Hospital workers acting as predatory debt collectors is the inevitable result of mixing profit and healthcare.

By Nathan J. Robinson, Current Affairs

There are some things more morally reprehensible than lying to and stealing from sick poor people. But the list isn’t very long. Taking advantage of desperate ill people and extracting their every last dime in order to enrich yourself is pretty high on the list of things that should rightly send you to Hell.

covid-19 patient in hospital on breathing machine

The New York Times recently had a jaw-dropping investigative report on how certain “nonprofit” hospitals have stolen from their patients, deliberately misleading people who were eligible for free care into thinking they had to pay for it, and having private debt collectors hound people relentlessly over their medical bills. The report focused on the hospital chain Providence, which was ruthless in extracting money from patients, to the point where it actually misled people into thinking they owed money when they were in fact eligible for free care under state law. The stories the Times compiles are devastating:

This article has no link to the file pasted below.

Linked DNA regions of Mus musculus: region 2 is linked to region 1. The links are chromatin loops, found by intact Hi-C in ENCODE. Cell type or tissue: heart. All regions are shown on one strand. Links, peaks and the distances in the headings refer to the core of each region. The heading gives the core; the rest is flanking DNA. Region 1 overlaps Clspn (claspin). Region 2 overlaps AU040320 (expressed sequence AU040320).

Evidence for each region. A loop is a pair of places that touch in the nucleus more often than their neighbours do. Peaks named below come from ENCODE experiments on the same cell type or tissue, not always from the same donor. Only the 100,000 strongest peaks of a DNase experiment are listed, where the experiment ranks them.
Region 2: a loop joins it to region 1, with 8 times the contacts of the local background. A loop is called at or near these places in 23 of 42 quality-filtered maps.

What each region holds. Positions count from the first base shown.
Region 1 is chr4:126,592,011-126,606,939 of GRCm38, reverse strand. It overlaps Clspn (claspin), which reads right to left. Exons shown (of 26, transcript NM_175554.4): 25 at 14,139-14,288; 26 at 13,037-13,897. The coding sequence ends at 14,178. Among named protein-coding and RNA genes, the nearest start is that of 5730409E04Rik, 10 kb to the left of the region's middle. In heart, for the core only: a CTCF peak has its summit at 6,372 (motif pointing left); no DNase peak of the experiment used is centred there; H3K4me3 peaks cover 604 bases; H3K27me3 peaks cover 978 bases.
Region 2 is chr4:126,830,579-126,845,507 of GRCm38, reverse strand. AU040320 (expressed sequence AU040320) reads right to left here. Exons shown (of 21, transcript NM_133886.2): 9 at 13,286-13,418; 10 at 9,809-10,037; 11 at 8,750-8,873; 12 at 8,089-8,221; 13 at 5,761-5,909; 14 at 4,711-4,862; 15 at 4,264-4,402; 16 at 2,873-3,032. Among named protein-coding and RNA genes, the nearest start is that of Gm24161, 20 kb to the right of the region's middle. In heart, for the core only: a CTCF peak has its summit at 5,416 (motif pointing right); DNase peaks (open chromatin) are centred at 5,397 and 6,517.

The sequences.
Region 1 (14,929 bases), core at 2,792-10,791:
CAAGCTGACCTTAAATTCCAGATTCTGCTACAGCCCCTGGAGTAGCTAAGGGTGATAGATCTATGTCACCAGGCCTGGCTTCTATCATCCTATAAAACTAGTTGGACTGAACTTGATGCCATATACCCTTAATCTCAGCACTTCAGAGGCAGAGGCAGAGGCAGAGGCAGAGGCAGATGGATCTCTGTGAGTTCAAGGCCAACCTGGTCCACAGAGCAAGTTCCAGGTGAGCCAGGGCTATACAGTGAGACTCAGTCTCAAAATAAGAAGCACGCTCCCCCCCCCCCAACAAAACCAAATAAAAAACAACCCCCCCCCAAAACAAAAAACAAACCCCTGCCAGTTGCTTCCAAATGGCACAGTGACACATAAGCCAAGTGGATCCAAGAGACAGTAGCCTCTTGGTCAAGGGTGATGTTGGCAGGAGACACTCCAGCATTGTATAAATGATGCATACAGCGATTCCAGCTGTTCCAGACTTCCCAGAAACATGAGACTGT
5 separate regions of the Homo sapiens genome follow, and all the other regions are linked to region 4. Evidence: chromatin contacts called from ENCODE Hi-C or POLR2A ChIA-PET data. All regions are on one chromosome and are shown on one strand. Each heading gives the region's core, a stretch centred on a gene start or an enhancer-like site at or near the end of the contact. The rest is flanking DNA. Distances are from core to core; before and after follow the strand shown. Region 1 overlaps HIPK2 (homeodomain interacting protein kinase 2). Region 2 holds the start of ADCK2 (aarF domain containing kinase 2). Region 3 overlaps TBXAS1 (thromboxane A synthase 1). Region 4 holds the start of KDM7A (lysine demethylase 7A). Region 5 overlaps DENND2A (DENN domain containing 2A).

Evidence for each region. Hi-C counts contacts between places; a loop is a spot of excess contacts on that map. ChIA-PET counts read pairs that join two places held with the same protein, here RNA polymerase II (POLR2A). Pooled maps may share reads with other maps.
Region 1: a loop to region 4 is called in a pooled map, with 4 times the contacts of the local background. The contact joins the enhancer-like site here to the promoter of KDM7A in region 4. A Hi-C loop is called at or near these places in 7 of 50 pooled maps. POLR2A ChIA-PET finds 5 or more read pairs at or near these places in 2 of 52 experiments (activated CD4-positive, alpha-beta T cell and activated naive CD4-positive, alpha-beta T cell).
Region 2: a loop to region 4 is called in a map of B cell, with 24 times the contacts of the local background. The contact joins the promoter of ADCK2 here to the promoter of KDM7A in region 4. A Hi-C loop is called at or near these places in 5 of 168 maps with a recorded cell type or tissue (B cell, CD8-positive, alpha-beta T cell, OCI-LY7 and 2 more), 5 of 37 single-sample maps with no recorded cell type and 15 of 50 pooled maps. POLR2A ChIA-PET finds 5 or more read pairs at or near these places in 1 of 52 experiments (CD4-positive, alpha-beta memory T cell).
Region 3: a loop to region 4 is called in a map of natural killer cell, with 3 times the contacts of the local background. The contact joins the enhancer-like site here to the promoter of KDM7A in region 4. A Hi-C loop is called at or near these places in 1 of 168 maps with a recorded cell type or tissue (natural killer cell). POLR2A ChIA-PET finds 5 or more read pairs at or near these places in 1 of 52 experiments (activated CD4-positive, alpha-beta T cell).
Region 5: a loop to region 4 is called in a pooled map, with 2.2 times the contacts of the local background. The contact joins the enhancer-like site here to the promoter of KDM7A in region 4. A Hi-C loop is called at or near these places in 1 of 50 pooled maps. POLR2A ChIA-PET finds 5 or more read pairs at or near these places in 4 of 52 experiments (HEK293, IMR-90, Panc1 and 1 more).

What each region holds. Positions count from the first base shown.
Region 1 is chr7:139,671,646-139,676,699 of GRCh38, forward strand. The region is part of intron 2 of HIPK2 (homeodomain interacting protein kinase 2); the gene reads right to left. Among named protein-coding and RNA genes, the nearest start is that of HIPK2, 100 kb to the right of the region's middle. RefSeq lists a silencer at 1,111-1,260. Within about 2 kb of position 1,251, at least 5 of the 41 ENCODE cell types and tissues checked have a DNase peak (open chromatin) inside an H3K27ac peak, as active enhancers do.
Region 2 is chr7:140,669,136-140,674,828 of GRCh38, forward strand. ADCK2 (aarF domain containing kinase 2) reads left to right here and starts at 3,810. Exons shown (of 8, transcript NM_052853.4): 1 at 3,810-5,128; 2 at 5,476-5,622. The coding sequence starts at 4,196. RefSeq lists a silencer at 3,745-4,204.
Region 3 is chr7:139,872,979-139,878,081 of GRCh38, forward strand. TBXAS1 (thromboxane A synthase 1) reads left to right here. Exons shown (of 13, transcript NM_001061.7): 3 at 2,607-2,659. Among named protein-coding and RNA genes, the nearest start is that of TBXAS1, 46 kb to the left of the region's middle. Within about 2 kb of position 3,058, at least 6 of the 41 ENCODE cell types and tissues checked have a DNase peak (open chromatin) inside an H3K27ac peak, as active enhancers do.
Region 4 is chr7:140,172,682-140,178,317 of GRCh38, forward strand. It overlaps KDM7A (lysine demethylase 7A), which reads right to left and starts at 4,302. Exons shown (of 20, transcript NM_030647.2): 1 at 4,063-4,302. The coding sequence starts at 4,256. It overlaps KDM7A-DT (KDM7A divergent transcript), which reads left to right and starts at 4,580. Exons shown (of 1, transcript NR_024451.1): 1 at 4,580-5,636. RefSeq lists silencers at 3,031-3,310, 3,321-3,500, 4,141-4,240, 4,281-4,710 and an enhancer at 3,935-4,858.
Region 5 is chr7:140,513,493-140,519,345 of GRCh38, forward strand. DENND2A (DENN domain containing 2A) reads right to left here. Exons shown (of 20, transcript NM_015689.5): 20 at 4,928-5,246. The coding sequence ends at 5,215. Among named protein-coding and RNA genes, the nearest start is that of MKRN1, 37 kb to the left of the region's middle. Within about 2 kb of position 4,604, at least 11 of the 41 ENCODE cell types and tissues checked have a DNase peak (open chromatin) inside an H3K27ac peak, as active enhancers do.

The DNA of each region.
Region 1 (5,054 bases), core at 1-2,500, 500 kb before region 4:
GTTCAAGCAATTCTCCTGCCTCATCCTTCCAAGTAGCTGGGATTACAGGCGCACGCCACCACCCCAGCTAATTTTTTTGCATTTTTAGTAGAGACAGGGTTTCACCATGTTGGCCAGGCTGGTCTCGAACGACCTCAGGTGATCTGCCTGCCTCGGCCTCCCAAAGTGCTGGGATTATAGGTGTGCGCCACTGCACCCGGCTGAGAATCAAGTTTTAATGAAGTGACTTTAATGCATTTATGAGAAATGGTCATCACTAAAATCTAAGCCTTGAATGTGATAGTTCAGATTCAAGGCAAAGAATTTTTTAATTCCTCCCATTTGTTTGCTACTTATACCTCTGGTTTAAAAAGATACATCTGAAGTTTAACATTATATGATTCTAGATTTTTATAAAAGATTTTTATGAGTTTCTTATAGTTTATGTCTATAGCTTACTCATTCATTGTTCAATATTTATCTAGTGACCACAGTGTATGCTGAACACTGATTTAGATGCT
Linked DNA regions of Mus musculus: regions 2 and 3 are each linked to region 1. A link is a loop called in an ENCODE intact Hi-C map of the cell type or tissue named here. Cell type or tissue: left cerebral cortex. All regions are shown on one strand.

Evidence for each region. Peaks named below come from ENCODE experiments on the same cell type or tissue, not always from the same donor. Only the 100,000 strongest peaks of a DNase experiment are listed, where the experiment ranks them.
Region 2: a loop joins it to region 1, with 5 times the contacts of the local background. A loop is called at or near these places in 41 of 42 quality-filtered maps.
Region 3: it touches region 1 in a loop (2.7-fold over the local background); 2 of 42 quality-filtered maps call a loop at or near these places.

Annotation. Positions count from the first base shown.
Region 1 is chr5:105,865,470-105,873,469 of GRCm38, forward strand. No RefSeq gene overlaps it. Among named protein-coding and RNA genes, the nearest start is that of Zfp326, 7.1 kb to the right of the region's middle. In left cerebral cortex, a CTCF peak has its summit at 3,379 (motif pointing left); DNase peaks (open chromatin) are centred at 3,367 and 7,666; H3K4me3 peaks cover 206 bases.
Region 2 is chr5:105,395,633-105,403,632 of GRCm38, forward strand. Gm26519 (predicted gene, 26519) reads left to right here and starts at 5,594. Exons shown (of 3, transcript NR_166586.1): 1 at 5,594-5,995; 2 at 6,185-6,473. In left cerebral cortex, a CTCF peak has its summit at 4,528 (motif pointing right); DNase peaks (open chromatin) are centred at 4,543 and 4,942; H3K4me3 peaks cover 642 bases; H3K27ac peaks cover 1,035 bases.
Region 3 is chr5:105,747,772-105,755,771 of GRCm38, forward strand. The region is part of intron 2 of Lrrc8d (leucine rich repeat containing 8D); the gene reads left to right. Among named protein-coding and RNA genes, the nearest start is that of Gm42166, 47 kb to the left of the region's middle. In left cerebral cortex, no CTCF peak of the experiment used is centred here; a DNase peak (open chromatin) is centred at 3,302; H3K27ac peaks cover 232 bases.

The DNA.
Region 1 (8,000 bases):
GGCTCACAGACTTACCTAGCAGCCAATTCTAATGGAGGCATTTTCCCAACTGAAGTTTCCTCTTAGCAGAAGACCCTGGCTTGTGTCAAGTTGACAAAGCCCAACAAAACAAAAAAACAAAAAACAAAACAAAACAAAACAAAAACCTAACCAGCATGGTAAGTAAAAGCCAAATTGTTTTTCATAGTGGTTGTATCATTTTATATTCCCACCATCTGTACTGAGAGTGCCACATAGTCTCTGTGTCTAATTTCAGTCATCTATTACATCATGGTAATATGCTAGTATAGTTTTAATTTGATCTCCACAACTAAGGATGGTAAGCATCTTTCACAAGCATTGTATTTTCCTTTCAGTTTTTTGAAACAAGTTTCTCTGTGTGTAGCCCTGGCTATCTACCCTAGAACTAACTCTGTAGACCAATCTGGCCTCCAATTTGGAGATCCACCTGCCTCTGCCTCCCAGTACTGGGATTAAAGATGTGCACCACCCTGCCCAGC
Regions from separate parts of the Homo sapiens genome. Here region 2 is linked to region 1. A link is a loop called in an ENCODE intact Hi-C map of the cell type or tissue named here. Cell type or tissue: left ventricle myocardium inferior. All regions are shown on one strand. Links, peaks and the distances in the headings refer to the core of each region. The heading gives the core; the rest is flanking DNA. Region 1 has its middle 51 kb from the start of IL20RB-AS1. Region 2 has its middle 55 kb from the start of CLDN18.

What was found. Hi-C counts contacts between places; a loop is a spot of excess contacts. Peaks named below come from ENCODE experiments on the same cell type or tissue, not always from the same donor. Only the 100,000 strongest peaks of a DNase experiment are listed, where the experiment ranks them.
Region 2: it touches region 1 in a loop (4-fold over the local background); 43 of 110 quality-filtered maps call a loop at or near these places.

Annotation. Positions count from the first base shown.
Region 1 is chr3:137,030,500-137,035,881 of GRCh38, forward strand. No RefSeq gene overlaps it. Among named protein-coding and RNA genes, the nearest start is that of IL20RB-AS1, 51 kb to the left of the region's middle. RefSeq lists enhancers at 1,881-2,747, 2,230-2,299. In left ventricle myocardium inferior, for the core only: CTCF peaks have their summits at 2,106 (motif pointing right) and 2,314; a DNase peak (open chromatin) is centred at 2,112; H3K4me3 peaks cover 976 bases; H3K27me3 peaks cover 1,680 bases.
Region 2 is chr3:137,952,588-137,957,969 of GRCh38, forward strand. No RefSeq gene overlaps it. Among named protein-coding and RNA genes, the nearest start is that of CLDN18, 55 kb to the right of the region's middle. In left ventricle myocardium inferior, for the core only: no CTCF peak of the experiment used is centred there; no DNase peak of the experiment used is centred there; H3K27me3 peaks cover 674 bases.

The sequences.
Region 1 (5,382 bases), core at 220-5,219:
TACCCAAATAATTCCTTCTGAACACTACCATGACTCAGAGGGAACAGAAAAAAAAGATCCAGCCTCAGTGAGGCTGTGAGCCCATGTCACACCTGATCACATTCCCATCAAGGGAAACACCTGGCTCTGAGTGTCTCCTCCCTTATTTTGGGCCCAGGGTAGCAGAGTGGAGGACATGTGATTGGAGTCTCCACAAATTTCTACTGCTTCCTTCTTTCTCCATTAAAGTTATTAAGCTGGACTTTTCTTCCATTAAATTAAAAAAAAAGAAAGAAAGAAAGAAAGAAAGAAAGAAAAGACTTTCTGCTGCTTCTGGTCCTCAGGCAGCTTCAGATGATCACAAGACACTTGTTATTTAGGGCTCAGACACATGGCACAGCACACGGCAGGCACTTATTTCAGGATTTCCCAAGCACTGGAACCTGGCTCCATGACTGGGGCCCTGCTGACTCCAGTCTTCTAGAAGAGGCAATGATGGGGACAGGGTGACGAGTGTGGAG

“Harriet Haffner-Ratliffe, 20, gave birth to twins at a Providence hospital in Olympia, Wash., in 2017. She was eligible under state law for charity care. Providence did not inform her. Instead it billed her almost $2,300. The hospital put her on a roughly $100-a-month payment plan. It was more than Ms. Haffner-Ratliffe, who was unemployed, could afford. She had to ration gas for her car. One day, her boyfriend walked into their apartment and found her surrounded by bills, crying. When she fell behind on the payments, Providence dispatched a debt collector to pursue her.”

Providence hired the consulting firm McKinsey & Co (who else?) and assigned them to figure out how to maximize the money collected from patients. McKinsey introduced a program called “Rev-Up” (rev for revenue) and soon administrators were crouching at patients’ bedsides asking them to “empty their wallets.” McKinsey quoted Martin Luther King, Jr.’s line, “If it falls your lot to be a street sweeper, sweep streets like Michelangelo painted pictures.” In this case, though, McKinsey helped the hospital chain siphon money from sick people like Michelangelo painted pictures. The corporate culture soon became grotesque:

“On Halloween at one of Providence’s hospitals, an employee dressed up as a wrestler named Rev-Up Ricky, according to the Washington lawsuit. Another costume featured a giant cardboard dollar sign with “How” printed on top of it, referring to the way the staff was supposed to ask patients how, not whether, they would pay.”

Read More